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NEWSLETTER



Issue #13: Palliative Care

Contents:

1. A Different Kind of Healthcare

2. What Is Palliative Care?

3. The Healthcare System Has Embraced Palliative Care

4. Where is Palliative Care Practiced?

5. How Can I Learn About Palliative Care?

6. What Can I Do to Advance the Practice of Palliative Care in My Community?

7. A Model Steering Committee





1. A DIFFERENT KIND OF HEALTHCARE

Surveys show that we want to die at home, free of pain, surrounded by the people we love. But the vast majority of us die in the hospital, alone, and experiencing unnecessary pain and other discomforts. While health professionals and medical technology now allow terminal patients to live longer, for many that means living with pain. Improvements in treatment of pain and other symptoms and a growing understanding of the role of palliative care, or "comfort care," is changing that. A rising chorus of patients, their families, and health care professionals say the time has come to change how we die in America.

While conventional medical treatment focuses on finding a cure, palliative care focuses on maintaining quality of life. Studies from the World Health Organization show that 4.5 million patients from developing and industrialized countries die each year in uncontrolled pain and other discomforts. Palliative care seeks to address this concern as well as the social, spiritual and emotional burdens of patients. This newsletter features much more information about this new approach to care at the end of life.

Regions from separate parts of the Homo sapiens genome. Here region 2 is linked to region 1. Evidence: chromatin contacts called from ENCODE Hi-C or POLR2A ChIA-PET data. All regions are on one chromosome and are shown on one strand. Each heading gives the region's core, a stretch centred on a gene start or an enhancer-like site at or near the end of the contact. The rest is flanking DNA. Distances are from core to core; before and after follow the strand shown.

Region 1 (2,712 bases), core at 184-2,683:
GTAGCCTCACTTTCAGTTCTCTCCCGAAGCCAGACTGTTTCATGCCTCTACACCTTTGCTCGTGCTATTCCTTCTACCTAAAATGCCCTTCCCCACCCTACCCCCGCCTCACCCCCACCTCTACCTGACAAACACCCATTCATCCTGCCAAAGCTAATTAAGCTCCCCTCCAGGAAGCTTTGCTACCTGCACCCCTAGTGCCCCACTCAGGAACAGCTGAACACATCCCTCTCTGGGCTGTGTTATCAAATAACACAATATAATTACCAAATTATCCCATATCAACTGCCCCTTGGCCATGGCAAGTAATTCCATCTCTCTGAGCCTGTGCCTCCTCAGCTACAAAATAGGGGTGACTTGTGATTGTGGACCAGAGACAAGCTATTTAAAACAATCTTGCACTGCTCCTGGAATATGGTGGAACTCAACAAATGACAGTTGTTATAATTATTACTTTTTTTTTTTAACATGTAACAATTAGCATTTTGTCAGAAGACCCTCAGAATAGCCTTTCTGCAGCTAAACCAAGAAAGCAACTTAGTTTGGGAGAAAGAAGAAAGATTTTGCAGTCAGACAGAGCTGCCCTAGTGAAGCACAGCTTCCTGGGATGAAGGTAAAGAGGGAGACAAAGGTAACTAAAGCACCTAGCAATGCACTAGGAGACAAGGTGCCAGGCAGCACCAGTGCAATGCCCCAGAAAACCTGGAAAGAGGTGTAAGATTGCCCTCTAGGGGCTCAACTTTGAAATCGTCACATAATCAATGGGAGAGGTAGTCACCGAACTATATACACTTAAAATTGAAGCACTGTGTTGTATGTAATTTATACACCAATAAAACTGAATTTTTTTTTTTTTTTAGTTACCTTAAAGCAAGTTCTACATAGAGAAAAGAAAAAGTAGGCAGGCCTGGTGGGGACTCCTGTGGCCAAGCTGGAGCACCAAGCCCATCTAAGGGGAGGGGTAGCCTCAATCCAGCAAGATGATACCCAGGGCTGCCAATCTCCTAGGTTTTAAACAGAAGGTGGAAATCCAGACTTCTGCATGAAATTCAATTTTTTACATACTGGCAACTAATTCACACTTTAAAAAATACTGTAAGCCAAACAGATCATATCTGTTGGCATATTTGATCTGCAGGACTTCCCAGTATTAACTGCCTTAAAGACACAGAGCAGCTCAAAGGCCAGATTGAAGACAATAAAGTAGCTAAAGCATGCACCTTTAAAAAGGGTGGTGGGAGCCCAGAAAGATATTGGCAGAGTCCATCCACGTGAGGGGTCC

2. WHAT IS PALLIATIVE CARE?

Palliative care is the comprehensive management of a patient’s physical, psychological, social, spiritual and existential needs. It can be part of the treatment of any person with a serious or life-threatening medical condition for which a patient-centered approach, pain and symptom control, family involvement and compassionate care are needed. Palliative care affirms life and regards dying as a natural process that is a profoundly personal experience for the individual and the family. Palliative care neither hastens nor postpones death, but rather seeks to relieve suffering and provide comfort, control symptoms and restore functional capacity while remaining sensitive to personal, cultural and religious values, beliefs and practices.

Palliative care is distinguished among clinical specialties in acknowledging that dying is a normal part of the life of every individual and every family. Because the family’s experience of terminal illness does not end at the moment of death, palliative care extends support to the family in their grief.



3. THE HEALTHCARE SYSTEM HAS EMBRACED PALLIATIVE CARE